Businesses at a south Winnipeg strip mall were streaked with red spray paint overnight Wednesday, after vandals scrawled crude swastikas on windows and adjacent sidewalks.
Stone Angel Brewing Co. had scrubbed the paint from its windows by mid-afternoon, as did Unique Bunny, Gongcha, and Tehran Cafe, though some remained on the Iranian restaurant's sign on the east side of Pembina Highway.
Stone Angel co-owner Paul Clerkin lifted a foot mat outside its front door to reveal an anti-Semitic symbol — this one, drawn backwards.
"I don’t know why we got hit — everybody else who got hit seemed to be Asian or Middle Eastern businesses, largely," he said.
"I’m Irish, a white European middle-aged man, so I'm reasonably immune. Whereas you’re talking to somebody else and they came from a war zone and you’re painting swastikas and 'get out' things across the front of their building, that doesn’t make them feel very welcome, does it?"
Fiona Zhao said she felt her Unique Bunny gift shop, which sells Japanese and South Korean goods, and neighbouring bubble tea vendor Gongcha were tagged because of anti-Asian racism.
"Who spends so much effort to plan this thing? He must have so much anger and hate in his heart," Zhao said, adding she's aware of at least seven area businesses being tagged.
"As Asians, we are being targeted... It's a hate crime, it’s not a random joke."
At Tehran Cafe, a pair of elderly men ate while others waited for takeout. Cameron Regier was working at a construction site nearby and came to pick up lunch after hearing about the vandalism via social media.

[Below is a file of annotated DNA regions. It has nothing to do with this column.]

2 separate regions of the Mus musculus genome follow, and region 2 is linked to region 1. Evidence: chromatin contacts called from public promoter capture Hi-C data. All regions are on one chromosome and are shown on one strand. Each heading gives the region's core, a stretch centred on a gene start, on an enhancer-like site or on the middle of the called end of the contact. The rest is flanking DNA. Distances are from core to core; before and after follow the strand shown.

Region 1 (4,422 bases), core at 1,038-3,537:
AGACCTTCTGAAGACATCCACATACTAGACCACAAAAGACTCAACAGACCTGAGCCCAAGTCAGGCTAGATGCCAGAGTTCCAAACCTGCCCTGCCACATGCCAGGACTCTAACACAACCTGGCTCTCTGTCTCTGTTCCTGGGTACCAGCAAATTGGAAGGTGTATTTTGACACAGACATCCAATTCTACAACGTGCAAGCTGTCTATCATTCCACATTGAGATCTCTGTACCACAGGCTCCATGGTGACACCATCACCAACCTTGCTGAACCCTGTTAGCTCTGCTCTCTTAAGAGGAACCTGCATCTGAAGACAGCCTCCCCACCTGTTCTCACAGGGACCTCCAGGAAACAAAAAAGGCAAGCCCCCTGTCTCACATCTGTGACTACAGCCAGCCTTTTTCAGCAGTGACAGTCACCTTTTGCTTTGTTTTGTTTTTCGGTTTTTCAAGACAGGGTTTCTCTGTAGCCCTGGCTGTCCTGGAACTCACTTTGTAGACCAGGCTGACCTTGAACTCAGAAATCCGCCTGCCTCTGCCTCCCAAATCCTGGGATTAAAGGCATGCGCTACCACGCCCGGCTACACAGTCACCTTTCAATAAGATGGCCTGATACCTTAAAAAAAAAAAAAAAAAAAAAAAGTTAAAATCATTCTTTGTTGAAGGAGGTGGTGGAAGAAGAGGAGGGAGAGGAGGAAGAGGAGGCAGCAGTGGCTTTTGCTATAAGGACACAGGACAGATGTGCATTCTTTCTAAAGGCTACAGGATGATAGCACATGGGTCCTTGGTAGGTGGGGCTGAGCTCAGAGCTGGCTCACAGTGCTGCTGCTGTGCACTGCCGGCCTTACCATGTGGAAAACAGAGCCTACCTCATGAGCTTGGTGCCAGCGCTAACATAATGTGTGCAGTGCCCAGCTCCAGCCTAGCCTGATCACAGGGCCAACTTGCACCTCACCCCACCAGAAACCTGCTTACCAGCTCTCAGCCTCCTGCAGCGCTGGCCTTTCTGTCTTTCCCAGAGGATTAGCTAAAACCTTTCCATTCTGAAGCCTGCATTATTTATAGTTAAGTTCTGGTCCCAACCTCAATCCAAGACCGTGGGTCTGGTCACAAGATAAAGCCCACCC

"(It's) certainly not something I'd like to see in the city I live in, so I wanted to make sure these folks know there are caring people who support them," Regier said.
Winnipeg police are aware of the incidents and are investigating, Const. Dani McKinnon said, noting the service has specialized investigators that oversee potential hate-motivated graffiti.
Businesses and other structures along Pembina Highway were tagged with red paint as far down as Grant Avenue, the Free Press observed.
That many businesses means police will have footage from a large number of security cameras, Clerkin said.
"Winnipeg’s a pretty good community. I’ve lived here 17 years and it’s a great town. You end up with little toe rags like this making it crap for everybody else."
It's possible the incident was for shock value, rather than true hatred, Clerkin said.
"At the least it's petty vandalism; at the worst, it's out-there racism. It could just be petty vandals who use swastikas because they know it gets everybody riled up and they think it's hilarious — in which case they still need an education," he said.
Erik Pindera is a multimedia producer at the Winnipeg Free Press.